The tolerances are very tight on them engines. In Palm Beach County it never gets cold and get really hot in summer, 5-20 worked just fine on the rest of them truck for 200K miles.


A few years ago we set up for bulk oil and had the tanks filled with #30 and #15-40 , thought it would lower costs a bit and not having to handle 30 or 55 gallon drums. Came to the last late fall oil changes, and was gravity filling gallon oil measures out of those bulk tanks.
I got real nervous when I realized that at 0 F the gallon measure took as long to fill with 15-40 as it did with #30, I suspected that the oil company had made a mistake and both bulk tanks were full of #30.

I complained to my oil dealer who said, "pull a sample from both tanks and we will sent them in to be analyzed"
We did that and the reports came back that the oils were as intended, # 15-40 and #30.
That had me totally puzzled, as I could not understand why a multi weight oil that was supposedly near a 15 wt when cold, would not flow into the oil measure any faster than straight #30 ??

My oil dealer got out his oil spec book and we found that 15-40 and straight #30 have an almost identical pour point at 0 F.

Since that all the gas engine cars and pickups that have to run in ND winter temps get Mobil 1 # 0W-30 synthetic oil. They start easily in winter and get instant oil pressure.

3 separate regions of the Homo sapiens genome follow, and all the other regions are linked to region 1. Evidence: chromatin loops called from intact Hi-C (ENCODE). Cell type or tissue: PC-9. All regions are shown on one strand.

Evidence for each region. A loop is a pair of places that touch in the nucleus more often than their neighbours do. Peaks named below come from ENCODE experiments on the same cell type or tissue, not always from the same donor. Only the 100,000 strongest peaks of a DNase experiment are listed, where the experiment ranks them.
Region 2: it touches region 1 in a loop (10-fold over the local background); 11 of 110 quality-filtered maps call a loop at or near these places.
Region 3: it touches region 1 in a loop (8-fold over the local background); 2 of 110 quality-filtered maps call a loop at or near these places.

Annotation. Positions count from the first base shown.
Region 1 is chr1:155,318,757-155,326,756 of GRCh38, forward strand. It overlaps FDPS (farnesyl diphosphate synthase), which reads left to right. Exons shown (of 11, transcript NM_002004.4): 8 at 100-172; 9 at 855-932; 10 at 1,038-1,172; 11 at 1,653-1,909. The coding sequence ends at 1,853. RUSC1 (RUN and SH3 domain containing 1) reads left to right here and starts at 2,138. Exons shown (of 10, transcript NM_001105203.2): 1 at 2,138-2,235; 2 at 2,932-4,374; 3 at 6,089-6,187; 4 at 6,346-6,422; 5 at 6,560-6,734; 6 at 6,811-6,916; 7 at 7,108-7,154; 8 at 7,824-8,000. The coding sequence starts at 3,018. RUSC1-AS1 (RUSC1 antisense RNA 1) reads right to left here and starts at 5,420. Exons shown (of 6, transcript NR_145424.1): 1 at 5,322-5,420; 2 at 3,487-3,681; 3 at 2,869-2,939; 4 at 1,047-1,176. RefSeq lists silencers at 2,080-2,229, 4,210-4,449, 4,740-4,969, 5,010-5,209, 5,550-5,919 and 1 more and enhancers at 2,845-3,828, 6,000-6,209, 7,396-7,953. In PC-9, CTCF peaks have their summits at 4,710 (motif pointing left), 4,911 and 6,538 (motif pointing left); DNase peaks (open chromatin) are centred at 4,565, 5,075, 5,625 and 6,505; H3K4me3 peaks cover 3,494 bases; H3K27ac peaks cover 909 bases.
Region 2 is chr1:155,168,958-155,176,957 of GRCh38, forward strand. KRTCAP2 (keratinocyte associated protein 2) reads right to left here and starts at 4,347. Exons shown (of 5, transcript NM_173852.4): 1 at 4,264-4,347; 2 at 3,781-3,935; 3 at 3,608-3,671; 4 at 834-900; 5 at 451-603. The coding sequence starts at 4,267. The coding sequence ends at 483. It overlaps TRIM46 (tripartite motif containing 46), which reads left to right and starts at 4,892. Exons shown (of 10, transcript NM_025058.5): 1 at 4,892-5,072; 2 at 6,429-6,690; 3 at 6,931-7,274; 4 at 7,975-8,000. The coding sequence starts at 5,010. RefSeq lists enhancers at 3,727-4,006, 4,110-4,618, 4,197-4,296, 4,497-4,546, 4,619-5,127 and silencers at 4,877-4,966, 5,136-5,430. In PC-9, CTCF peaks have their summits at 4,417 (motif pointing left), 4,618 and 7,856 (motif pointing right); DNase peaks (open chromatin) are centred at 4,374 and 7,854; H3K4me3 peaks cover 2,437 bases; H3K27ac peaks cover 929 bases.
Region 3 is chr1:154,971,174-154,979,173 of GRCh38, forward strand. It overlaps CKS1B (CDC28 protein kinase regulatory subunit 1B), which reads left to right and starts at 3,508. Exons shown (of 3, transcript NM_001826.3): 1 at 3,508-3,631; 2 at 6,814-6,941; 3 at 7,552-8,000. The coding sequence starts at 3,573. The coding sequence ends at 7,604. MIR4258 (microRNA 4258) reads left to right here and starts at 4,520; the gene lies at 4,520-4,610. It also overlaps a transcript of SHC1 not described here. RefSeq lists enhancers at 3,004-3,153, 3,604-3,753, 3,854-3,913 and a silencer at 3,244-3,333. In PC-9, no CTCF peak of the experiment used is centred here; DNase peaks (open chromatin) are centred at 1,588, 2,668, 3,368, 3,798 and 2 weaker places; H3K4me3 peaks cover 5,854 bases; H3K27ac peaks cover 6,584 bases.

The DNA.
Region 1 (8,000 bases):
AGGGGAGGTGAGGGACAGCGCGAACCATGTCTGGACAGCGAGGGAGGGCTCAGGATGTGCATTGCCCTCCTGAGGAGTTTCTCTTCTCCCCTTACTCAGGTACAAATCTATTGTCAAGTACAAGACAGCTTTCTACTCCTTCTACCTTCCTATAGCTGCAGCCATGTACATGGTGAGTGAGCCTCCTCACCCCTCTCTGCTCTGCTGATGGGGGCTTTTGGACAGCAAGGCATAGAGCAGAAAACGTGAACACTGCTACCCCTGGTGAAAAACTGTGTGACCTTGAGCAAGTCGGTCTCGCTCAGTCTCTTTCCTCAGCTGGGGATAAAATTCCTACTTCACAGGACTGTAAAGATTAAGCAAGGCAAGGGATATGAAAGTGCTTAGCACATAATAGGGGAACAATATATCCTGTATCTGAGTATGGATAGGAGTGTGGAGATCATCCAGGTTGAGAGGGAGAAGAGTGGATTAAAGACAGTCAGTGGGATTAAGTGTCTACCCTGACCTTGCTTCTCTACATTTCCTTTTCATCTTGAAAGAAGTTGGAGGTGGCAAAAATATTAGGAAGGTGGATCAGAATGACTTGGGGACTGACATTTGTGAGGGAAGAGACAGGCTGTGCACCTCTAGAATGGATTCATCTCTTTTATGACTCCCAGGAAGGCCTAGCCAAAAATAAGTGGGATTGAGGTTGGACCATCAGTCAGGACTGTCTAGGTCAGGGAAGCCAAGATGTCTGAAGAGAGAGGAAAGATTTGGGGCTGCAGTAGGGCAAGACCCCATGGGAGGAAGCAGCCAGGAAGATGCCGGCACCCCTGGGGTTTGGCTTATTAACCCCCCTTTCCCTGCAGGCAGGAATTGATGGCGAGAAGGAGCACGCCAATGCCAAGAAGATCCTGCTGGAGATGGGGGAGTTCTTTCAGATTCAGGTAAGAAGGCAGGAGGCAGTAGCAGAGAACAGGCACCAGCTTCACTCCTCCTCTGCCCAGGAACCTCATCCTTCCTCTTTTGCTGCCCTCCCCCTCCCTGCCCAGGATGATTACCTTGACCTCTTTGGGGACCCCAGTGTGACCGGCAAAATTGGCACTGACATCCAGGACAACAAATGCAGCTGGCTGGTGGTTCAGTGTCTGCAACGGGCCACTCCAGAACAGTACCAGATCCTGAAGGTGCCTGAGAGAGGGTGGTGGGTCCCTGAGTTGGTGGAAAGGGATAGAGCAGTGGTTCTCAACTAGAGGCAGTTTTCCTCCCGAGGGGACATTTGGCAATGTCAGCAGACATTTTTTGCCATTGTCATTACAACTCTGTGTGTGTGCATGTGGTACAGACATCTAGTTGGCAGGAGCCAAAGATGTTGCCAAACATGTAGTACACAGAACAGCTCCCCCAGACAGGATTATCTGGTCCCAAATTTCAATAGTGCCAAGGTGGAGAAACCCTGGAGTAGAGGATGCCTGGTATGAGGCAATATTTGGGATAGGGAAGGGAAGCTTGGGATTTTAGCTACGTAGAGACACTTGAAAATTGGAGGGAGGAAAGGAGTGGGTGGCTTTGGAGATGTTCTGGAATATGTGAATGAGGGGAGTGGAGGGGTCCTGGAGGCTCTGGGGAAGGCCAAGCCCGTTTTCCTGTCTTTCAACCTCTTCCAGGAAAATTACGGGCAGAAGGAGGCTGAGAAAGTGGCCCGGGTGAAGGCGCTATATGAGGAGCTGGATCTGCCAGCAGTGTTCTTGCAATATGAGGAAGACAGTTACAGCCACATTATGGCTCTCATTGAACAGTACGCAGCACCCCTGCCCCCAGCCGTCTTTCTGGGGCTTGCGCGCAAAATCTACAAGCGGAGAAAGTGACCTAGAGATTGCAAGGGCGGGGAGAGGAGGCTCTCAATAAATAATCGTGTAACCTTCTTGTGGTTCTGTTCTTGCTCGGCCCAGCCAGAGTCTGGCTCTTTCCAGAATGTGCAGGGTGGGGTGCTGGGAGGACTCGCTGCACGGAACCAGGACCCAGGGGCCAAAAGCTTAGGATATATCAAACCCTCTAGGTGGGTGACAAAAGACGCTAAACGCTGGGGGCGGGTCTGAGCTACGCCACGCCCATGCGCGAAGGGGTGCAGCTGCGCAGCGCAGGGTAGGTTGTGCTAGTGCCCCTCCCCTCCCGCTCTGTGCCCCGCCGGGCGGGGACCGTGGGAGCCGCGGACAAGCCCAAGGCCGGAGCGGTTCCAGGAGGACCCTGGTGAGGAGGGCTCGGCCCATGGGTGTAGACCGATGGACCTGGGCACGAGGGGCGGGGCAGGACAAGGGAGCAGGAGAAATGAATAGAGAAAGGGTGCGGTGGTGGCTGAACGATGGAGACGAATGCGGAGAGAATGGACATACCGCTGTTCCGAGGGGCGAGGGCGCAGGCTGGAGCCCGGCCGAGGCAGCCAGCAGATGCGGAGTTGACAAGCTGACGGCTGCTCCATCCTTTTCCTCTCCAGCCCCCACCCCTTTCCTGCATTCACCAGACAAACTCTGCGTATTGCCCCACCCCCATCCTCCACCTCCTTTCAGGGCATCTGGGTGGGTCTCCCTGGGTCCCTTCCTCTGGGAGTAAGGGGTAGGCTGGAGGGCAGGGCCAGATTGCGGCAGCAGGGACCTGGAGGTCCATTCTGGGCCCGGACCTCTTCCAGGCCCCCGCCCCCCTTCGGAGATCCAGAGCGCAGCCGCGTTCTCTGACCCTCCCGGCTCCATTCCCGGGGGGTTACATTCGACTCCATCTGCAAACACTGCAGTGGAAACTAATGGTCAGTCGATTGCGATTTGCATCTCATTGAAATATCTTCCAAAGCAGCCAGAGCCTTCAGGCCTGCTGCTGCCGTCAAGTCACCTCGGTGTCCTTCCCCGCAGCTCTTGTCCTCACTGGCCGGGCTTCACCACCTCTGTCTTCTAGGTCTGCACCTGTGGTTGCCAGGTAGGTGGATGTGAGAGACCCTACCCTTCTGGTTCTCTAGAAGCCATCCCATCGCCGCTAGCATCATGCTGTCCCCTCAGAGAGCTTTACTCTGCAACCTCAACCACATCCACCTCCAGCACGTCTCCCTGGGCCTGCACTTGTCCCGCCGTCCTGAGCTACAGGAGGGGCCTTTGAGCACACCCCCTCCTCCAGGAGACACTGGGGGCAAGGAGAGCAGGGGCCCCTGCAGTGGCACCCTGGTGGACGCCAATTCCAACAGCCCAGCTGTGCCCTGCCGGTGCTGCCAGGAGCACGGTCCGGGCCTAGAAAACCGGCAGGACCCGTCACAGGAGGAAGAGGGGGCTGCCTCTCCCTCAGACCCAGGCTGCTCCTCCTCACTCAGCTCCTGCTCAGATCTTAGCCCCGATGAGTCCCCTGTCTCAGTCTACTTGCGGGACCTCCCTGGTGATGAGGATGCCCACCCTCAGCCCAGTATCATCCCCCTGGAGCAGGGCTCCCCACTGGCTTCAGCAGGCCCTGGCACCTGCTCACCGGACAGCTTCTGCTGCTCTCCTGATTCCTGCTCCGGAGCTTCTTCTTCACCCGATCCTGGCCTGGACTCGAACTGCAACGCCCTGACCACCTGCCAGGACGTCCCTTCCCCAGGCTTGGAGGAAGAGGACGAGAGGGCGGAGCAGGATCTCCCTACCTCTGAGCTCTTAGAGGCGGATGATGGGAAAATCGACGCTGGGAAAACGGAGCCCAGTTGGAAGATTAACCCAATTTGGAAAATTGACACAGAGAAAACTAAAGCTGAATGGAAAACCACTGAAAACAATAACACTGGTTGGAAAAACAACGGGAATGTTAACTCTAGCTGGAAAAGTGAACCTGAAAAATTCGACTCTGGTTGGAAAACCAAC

We use it all year round. No worse oil consumption than with heavier oil , even when doing heavy trailer pulling in the summer heat.

Putting thick oil in engines designed for thin oil may be like I did to a Chrysler 4 spd manual trans in one of my dirt track race cars. I saw that the original lube in that trans was some water thin red junk (ATF I later found out). I thought, No way for hard use behind a 440, I filled it with # 90 gear lube. What I did not understand was that trans was fitted really tight to use ATF as a lube.
After two laps with the # 90, I seized a gear into the main shaft.
$300 for a new gear and main shaft and a refill with type F ATF got it going again and had no problems with that thin ATF in there behind a gaggle of strong 426 and 440 engines. That was an expensive and embarrassing lesson on substituting a thicker lube than what was specified.
;-(
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Adrian
Posted 2/1/2009 20:47 (#592878 - in reply to #592237)
Subject: RE: 5W-30 is just fine IMO



South Georgia

You might be right, Alan, but if Ford's comfortable enough that it'll go 100,000 miles (enough to get a vehicle out of extended-warranty range), and since I can actually see some real, calculate-able fuel mileage differences, then I'm gonna stick with the thin oil.  During peanut season, I may go up to something a little thicker, but otherwise, I'm gonna live life on the edge, and use the thin stuff.  Sealed

 

Adrian

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deeretech1989
Posted 2/3/2009 10:16 (#594660 - in reply to #592023)
Subject: RE: 5w-20 engine oil in Ford 5.4 Triton?


NW OHIO
AMSOIL 0w-20 with an AMSOIL Ea oil filter. 25,000 miles/1 year guaranteed!